5 ways to save money

By Erin Fay

Money trees do not exist

If money grew on trees, you can bet that college students would constantly be harvesting those crisp green bills. The truth is, being a college student can be incredibly pricey. Aside from tuition, books, room and board, and meal plans, there are extras like the occasional six pack of Red Bull for those late-night study sessions and suspiciously expensive calculators that your math professor insists you buy.
With all these expenses, it’s no wonder so many students are broke. Couple these costs with the massive debt many students are bombarded with upon graduation, and it equals one bleak financial future. However, if you start saving money now, you can be better prepared for that post-graduation attack. All it takes is a few simple changes in your spending habits, and you can be left with a nice stash of cash for your future.

No. 1 Get organized
Organization is the first step in gaining control of your finances. Get in the habit of saving all your receipts in a file or shoebox. At the end of the month, sort your receipts according to categories such as food, clothing, entertainment, gas.
Calculate how much you are spending in each category and write it down or type it up. You may be surprised to see on paper where all your money is going. Hold onto this for your records.
By simply taking a quick look at this paper, you can see areas where you can improve. For example, if you are spending $500 a month buying clothes, but only $50 a month paying off your student loans, then you clearly have some adjusting to do. Be sure to look for extras to cut back on, like those sneaky iced lattes that you shell out $30 a week for. Seeing what you spend on paper will really give you a good handle on your spending habits. If you make the necessary adjustments each month, you will see more money in your account. Try to repeat this process each month, so you can track your improvements.
No. 2 Save
Whenever you get a check, try to put as much money as possible into your savings. For example, if you are able to survive on half your paycheck, put half of it into a savings account. Opt for a high-yield savings account that allows you to withdraw money without penalty, just in case you are hit with an unexpected bill or other emergency.
By choosing a high-yield savings account, you can earn better interest than a typical savings account. This high interest rate will also serve as motivation to save, for the higher your balance, the more interest you gain. There are several banks that cater to students and offer some excellent benefits.
The most important thing to remember when you open a savings account is not to touch the money unless absolutely necessary. If you are the type of person who tends to sneak money out of your savings to spend on extras, choose an online bank. Because you have to wait a few days to withdraw that money, it gives you time to consider whether you truly need the cash and thus cuts back on temptation.
No. 3 Take advantage of your status as a student
Always be on the lookout for discounts. Many places offer discounts to college students, and although some of the discounts may seem insignificant, they can really add up. Another option is to enroll in the UPromise program, which gives students cash back on purchases at a large selection of retailers and restaurants. This program is especially helpful for those who enjoy online shopping. Some examples of their cash-back percentages are: 5 percent back from American Eagle, 2 percent back from Target.com, 8 percent at Famous Footwear, and 2 percent at Best Buy.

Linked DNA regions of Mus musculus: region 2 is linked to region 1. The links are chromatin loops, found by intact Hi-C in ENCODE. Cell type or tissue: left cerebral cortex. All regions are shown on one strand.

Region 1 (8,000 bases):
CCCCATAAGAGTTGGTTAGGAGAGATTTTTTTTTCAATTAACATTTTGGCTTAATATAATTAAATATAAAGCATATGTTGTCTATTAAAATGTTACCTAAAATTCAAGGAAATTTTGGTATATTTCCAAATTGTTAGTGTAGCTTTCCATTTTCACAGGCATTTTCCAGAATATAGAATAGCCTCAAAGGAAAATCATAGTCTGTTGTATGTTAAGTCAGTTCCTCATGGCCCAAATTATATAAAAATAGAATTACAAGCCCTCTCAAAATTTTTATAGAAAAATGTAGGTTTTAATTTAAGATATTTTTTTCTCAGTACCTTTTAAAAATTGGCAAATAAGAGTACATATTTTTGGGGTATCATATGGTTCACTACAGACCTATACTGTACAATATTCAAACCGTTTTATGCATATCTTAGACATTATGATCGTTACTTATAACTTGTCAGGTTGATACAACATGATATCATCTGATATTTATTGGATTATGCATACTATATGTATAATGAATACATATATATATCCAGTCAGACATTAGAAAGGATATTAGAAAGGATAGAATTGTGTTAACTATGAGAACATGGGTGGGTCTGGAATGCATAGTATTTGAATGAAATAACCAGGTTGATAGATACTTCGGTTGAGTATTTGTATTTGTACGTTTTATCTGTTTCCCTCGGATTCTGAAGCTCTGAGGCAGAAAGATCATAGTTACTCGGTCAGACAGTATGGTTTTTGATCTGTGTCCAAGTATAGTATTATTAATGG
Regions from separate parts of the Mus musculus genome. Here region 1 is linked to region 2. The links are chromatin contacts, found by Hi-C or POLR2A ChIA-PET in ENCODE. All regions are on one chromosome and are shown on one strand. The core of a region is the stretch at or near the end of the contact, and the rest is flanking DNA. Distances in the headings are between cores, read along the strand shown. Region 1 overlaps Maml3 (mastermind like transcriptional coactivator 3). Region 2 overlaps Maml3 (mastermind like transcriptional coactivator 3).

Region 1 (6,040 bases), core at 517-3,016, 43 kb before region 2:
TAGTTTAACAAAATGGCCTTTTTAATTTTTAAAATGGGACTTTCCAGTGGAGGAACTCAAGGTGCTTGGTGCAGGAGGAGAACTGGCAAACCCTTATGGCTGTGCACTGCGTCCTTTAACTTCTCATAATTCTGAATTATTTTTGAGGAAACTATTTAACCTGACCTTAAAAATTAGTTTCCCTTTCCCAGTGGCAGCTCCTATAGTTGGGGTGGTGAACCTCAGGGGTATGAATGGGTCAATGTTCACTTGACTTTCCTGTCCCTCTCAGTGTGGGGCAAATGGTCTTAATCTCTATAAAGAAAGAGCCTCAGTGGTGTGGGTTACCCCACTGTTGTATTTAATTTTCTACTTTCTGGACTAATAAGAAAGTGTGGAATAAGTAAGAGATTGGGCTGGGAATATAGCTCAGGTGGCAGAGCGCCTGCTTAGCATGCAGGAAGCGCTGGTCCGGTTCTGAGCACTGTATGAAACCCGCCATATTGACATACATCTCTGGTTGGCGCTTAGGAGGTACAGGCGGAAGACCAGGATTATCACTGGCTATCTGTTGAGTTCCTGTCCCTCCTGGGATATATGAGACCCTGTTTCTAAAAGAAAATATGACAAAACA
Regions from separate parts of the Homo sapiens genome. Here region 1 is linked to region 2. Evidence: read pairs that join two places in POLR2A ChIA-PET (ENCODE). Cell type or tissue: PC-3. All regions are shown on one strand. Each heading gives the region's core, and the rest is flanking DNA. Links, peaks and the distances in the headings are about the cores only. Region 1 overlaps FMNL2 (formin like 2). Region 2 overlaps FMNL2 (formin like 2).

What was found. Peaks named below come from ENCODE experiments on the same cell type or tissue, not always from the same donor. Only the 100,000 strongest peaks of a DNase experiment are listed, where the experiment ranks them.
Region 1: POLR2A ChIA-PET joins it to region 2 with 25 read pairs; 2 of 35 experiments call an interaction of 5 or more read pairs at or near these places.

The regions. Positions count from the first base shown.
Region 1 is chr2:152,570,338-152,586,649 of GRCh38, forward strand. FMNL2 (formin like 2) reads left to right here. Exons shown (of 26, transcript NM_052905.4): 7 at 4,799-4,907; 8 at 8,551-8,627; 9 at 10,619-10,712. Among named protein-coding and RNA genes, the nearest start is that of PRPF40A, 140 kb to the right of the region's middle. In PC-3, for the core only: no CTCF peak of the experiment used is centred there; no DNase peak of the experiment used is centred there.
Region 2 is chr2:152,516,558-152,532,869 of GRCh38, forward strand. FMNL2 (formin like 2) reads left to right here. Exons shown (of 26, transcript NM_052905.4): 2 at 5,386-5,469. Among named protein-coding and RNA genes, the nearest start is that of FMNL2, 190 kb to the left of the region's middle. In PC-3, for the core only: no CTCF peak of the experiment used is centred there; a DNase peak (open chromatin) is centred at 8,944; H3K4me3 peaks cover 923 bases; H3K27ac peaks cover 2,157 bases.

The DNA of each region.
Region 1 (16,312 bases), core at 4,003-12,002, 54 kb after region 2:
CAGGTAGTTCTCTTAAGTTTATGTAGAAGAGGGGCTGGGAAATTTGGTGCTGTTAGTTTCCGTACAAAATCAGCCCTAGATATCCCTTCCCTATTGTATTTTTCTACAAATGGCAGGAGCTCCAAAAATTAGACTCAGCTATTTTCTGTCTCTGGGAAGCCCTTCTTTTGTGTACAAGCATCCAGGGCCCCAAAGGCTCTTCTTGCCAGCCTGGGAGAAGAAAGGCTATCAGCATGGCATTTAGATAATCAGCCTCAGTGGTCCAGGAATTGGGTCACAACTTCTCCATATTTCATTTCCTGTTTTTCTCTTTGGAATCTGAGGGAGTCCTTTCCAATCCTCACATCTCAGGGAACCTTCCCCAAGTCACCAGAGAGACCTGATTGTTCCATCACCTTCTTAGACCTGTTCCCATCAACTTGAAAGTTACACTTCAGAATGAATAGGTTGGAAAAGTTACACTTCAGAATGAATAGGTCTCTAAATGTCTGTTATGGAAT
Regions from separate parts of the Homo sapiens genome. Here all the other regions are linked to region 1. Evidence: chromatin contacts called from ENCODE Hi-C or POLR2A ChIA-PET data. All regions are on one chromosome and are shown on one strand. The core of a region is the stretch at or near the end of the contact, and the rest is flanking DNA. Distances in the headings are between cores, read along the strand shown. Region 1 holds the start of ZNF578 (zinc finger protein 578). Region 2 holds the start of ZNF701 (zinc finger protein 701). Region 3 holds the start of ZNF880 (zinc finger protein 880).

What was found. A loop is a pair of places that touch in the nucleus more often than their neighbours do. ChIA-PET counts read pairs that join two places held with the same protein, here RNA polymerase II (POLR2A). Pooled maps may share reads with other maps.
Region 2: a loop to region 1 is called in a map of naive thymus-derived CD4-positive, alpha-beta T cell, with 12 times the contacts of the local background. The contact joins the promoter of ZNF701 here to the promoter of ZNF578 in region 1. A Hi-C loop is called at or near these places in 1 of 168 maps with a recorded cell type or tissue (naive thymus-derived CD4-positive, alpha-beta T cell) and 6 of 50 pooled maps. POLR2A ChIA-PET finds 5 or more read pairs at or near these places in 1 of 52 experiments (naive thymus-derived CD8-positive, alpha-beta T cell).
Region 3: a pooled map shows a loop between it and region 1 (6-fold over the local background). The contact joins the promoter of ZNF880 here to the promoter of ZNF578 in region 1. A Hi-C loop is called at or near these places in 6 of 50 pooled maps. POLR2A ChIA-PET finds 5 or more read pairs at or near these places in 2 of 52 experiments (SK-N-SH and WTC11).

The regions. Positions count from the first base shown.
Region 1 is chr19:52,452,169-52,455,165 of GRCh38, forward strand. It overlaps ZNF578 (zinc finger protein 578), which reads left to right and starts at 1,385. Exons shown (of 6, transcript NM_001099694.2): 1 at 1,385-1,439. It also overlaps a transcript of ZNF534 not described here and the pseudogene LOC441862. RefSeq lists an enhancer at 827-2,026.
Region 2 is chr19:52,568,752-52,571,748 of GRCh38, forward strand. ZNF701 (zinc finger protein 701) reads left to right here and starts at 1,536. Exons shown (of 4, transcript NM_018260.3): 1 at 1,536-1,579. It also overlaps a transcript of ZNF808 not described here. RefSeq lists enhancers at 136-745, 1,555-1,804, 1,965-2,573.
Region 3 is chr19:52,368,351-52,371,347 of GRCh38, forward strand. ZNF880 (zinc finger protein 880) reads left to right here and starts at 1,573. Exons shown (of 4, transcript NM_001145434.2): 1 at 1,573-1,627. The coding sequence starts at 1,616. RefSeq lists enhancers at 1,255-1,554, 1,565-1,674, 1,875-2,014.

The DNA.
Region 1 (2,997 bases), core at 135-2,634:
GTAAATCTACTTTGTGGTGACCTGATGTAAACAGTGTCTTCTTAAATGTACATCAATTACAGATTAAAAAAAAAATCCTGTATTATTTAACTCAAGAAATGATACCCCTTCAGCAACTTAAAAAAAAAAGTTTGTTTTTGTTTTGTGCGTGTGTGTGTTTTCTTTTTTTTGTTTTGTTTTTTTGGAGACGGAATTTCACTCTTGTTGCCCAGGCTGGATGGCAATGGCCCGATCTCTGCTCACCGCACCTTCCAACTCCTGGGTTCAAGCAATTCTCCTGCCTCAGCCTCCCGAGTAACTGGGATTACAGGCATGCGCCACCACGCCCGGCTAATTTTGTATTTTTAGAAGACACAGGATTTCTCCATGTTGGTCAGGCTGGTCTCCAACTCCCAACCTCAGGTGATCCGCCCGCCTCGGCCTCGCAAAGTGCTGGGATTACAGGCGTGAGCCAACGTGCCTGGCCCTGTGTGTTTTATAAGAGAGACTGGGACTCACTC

UPromise also gives you the option to register your cards for additional discounts and rewards. You can even ask your relatives to register their cards so that you can reap the rewards from their purchases.
No. 4 Don’t buy your textbooks at the bookstore
Many students make the bad decision to buy books from the bookstore at the start of their freshman year. About $500 later, they realize their mistake. People are now fighting to make cheap textbooks available to students, so there are several less expensive options than the campus bookstore.
One option is Chegg, a website that allows you to rent books by the semester. This is especially useful if you know that you are not going to ever use a particular book beyond that class. By using this site you can save hundreds of dollars.
Websites like Amazon are also great options. Amazon offers several benefits to students from free shopping to free mp3 downloads, not to mention some of the lowest prices for textbooks.
No. 5 Use credit cards responsibly
Misusing credit cards may be the No. 1 mistake college students make. Many students receive credit cards and begin charging everything in sight. That is not a good choice.
If you are a student, you should be using a credit card for one thing and one thing only: building a solid credit history. This means making regular purchases, but paying them off as soon as possible. You can make small purchases or large purchases, but do not charge anything that you do not have the money for. Before you charge anything, ask yourself if you have the money to pay it off at that moment. If you don’t have the cash, don’t charge it!
Putting these five tips into action can make a difference in your life. There is no better feeling than knowing you are in control of your finances. As students, we can take comfort in the fact that we’ll have a nice stockpile for when that monster named Student Loan Repayment comes knocking on our door. All it takes is a little common sense and a little of your time. Your wallet will thank you.

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Categories: Opinion

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